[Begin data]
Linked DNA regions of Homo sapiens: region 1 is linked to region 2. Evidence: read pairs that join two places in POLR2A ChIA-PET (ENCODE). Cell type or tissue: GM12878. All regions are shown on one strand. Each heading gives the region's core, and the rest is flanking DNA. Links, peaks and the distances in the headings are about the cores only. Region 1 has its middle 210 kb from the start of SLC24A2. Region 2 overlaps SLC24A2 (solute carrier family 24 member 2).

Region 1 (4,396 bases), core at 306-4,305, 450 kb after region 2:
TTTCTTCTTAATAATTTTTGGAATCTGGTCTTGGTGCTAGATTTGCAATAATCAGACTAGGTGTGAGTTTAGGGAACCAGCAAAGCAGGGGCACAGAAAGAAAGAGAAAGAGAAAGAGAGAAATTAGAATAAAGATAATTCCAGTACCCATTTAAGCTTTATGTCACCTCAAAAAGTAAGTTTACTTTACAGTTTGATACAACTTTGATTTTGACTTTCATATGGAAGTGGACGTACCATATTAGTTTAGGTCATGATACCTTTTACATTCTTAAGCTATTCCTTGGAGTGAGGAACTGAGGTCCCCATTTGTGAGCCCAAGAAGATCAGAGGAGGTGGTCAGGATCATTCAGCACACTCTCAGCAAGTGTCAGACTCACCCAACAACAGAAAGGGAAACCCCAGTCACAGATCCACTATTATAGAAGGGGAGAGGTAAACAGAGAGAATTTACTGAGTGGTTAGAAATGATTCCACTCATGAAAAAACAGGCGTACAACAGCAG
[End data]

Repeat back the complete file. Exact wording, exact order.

Linked DNA regions of Homo sapiens: region 1 is linked to region 2. Evidence: read pairs that join two places in POLR2A ChIA-PET (ENCODE). Cell type or tissue: GM12878. All regions are shown on one strand. Each heading gives the region's core, and the rest is flanking DNA. Links, peaks and the distances in the headings are about the cores only. Region 1 has its middle 210 kb from the start of SLC24A2. Region 2 overlaps SLC24A2 (solute carrier family 24 member 2).

Region 1 (4,396 bases), core at 306-4,305, 450 kb after region 2:
TTTCTTCTTAATAATTTTTGGAATCTGGTCTTGGTGCTAGATTTGCAATAATCAGACTAGGTGTGAGTTTAGGGAACCAGCAAAGCAGGGGCACAGAAAGAAAGAGAAAGAGAAAGAGAGAAATTAGAATAAAGATAATTCCAGTACCCATTTAAGCTTTATGTCACCTCAAAAAGTAAGTTTACTTTACAGTTTGATACAACTTTGATTTTGACTTTCATATGGAAGTGGACGTACCATATTAGTTTAGGTCATGATACCTTTTACATTCTTAAGCTATTCCTTGGAGTGAGGAACTGAGGTCCCCATTTGTGAGCCCAAGAAGATCAGAGGAGGTGGTCAGGATCATTCAGCACACTCTCAGCAAGTGTCAGACTCACCCAACAACAGAAAGGGAAACCCCAGTCACAGATCCACTATTATAGAAGGGGAGAGGTAAACAGAGAGAATTTACTGAGTGGTTAGAAATGATTCCACTCATGAAAAAACAGGCGTACAACAGCAG